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As the population of the world is getting larger, human beings are perhaps for the first time coming closer together than ever before. The advent of the internet has brought together groups of people that would have otherwise never spoken to each other and has also created a platform for the mutual exchange of ideas across cultural-linguistic barriers. Yet with this positive new interaction, as well as widespread globalization there is an often overlooked and ignored catastrophe occurring before our eyes – the extinction of language. This concept is not simply referring to the extinction of one or two ancient languages, rather to the ever-present extinction of literally thousands of languages belonging to millions of speakers. Even with this alarming idea, many are still not convinced that this is a problem and some are even praising this shocking destruction. Through an in-depth analysis of the social, political, and linguistic implications of language extinction one can come to understand the importance of stopping this growing trend.
When one thinks of the extinction of language perhaps the first thought that comes to mind is that of the “dead” languages such as Latin and Greek, but the term is now used to refer to modern languages that are disappearing rapidly. According to the National Geographic Society, over the last 500 years about half of the world languages have disappeared. Although this statistic is slightly alarming, the real shock is the fact that in the next 100 years it is expected that “more than half of the world’s 7,000 languages are expected to die out,” according to the same study. Unlike many other phenomena, language extinction can be both sudden as well as gradual. Certain catastrophes such as genocide or war are known to extinguish languages but there is also the felt, “pressure to integrate with a larger or more powerful group,” according to the Linguistic Society of America. Although the source of this pressure has varied in the past, it is now coming from the West, and particularly the English language, but also from the East through the Chinese language. Perhaps the greatest indicator of the “dominant” language, or the one that is causing the widespread extinction, is related to economics and business.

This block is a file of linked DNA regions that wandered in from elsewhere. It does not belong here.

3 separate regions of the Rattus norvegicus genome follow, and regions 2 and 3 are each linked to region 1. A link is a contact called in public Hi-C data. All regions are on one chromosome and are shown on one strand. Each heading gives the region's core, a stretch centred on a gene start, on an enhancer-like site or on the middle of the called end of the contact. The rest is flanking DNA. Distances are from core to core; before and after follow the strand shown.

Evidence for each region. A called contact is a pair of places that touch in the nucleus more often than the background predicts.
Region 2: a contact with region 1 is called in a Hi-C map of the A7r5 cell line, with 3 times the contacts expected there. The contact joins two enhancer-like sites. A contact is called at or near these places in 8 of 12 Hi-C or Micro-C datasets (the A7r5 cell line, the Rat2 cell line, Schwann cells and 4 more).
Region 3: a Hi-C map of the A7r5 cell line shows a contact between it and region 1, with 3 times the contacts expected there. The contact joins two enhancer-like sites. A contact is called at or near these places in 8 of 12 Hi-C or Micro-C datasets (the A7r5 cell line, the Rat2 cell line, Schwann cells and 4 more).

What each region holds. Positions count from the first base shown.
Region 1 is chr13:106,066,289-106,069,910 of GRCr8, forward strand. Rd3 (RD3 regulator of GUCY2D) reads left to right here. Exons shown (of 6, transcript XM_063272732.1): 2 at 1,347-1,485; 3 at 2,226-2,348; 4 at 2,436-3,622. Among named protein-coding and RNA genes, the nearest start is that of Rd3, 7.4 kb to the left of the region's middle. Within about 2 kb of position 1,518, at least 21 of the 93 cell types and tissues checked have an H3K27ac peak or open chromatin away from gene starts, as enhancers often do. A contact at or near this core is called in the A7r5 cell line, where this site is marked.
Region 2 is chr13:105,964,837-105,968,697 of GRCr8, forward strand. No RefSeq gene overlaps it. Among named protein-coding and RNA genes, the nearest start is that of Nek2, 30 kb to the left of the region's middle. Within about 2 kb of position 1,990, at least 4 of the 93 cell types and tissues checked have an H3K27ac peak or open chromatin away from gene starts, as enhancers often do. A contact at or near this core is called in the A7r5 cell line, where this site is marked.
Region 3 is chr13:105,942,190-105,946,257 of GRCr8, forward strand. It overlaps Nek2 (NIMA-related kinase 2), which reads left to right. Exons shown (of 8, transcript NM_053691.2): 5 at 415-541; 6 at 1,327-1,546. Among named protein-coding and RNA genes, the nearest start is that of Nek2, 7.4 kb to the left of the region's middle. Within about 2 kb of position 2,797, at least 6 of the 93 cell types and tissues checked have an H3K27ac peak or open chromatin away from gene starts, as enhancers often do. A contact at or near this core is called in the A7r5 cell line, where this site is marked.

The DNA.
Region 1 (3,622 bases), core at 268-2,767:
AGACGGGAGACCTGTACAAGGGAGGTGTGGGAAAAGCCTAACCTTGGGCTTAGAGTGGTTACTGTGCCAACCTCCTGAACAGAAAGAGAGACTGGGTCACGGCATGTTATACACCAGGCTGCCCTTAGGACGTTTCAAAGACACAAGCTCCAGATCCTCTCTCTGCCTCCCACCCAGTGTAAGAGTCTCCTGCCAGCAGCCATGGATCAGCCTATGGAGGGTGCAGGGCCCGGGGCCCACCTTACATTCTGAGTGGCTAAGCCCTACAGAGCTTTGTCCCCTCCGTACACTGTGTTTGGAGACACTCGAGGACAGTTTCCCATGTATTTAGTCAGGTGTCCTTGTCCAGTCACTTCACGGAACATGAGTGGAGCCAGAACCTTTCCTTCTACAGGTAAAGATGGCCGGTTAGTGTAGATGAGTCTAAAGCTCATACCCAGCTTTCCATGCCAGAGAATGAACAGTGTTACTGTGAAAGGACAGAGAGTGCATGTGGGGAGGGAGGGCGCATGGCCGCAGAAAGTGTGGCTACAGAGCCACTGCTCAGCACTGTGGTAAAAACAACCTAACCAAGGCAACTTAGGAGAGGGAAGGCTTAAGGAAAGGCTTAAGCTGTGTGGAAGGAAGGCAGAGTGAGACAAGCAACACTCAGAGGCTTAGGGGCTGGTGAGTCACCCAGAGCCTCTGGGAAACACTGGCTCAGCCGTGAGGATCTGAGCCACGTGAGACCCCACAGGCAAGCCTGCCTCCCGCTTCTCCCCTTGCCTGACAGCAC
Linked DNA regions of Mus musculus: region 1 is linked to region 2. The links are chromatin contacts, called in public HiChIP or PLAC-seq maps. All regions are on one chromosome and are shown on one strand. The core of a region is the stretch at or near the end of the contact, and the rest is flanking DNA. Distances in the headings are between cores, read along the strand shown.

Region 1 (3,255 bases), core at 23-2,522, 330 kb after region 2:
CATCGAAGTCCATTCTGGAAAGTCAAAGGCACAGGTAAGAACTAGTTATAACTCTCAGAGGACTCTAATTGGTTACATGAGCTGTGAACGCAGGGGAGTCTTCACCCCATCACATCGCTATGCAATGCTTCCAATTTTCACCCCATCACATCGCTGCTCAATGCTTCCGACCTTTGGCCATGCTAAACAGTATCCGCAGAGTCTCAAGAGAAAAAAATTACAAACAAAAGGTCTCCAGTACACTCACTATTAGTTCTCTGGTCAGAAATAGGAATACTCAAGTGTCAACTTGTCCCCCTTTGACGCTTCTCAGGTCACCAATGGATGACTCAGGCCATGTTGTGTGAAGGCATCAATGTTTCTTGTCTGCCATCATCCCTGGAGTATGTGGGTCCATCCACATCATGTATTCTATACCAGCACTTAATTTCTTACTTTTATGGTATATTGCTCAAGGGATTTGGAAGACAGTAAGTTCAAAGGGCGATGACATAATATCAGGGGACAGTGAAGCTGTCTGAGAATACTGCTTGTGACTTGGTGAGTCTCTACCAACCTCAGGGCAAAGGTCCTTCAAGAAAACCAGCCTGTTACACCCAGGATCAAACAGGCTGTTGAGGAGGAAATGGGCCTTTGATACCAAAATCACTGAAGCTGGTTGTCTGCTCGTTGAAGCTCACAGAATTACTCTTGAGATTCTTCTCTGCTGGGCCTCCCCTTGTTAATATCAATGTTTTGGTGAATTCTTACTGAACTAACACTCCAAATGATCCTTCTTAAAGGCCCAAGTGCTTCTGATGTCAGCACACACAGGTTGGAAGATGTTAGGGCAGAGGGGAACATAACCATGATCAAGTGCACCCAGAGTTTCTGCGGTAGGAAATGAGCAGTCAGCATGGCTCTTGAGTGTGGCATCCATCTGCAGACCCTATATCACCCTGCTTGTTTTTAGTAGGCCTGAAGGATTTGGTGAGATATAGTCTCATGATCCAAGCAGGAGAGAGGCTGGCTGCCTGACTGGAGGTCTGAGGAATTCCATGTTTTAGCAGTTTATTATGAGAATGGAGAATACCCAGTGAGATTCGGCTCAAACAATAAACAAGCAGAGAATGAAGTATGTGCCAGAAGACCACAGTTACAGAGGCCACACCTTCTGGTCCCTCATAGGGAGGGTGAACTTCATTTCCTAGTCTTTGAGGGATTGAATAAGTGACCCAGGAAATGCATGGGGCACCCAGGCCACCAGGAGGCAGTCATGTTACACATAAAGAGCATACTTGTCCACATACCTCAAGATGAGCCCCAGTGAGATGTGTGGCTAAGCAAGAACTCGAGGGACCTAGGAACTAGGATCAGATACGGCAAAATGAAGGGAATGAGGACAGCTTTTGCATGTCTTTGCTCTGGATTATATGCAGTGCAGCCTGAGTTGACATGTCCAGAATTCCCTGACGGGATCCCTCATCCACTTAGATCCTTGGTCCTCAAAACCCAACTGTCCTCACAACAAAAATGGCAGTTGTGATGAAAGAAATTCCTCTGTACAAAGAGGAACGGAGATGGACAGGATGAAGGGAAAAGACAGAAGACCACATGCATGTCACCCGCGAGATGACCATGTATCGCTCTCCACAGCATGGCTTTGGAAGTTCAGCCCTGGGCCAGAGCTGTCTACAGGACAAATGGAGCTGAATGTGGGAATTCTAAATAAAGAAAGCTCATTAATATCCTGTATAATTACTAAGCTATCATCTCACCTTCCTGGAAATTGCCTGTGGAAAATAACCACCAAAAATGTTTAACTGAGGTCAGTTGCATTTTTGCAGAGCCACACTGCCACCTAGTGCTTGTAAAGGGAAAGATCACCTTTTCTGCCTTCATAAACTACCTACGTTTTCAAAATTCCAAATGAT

The West has long been idolized by the world as the land of economic prosperity and the desire for success and assimilation on behalf of the rest of the world has come at a high price for those who do not speak English. For non-English speakers who are forced to participate and compete in the global business world the first step is to learn the language and begin to assimilate in order to succeed (Baines 2012). Often this assimilation is not as simple as learning a couple words in the language, rather success is seen as learning the culture and ways of life of the dominant language. For those, such as English speakers, who have not yet needed to assimilate to a dominant language this change might seem miniscule but there are great cultural implications for those that must undergo this transition. As most second language learners know, the greatest way to learn a new language is through practice but if this practice is extensive enough one language (here, English) overpowers the other and prevails. The reason that this occurs is because the speaker, at the time, sees the new language as more valuable economically than the old language and therefore the process of assimilation is encouraged.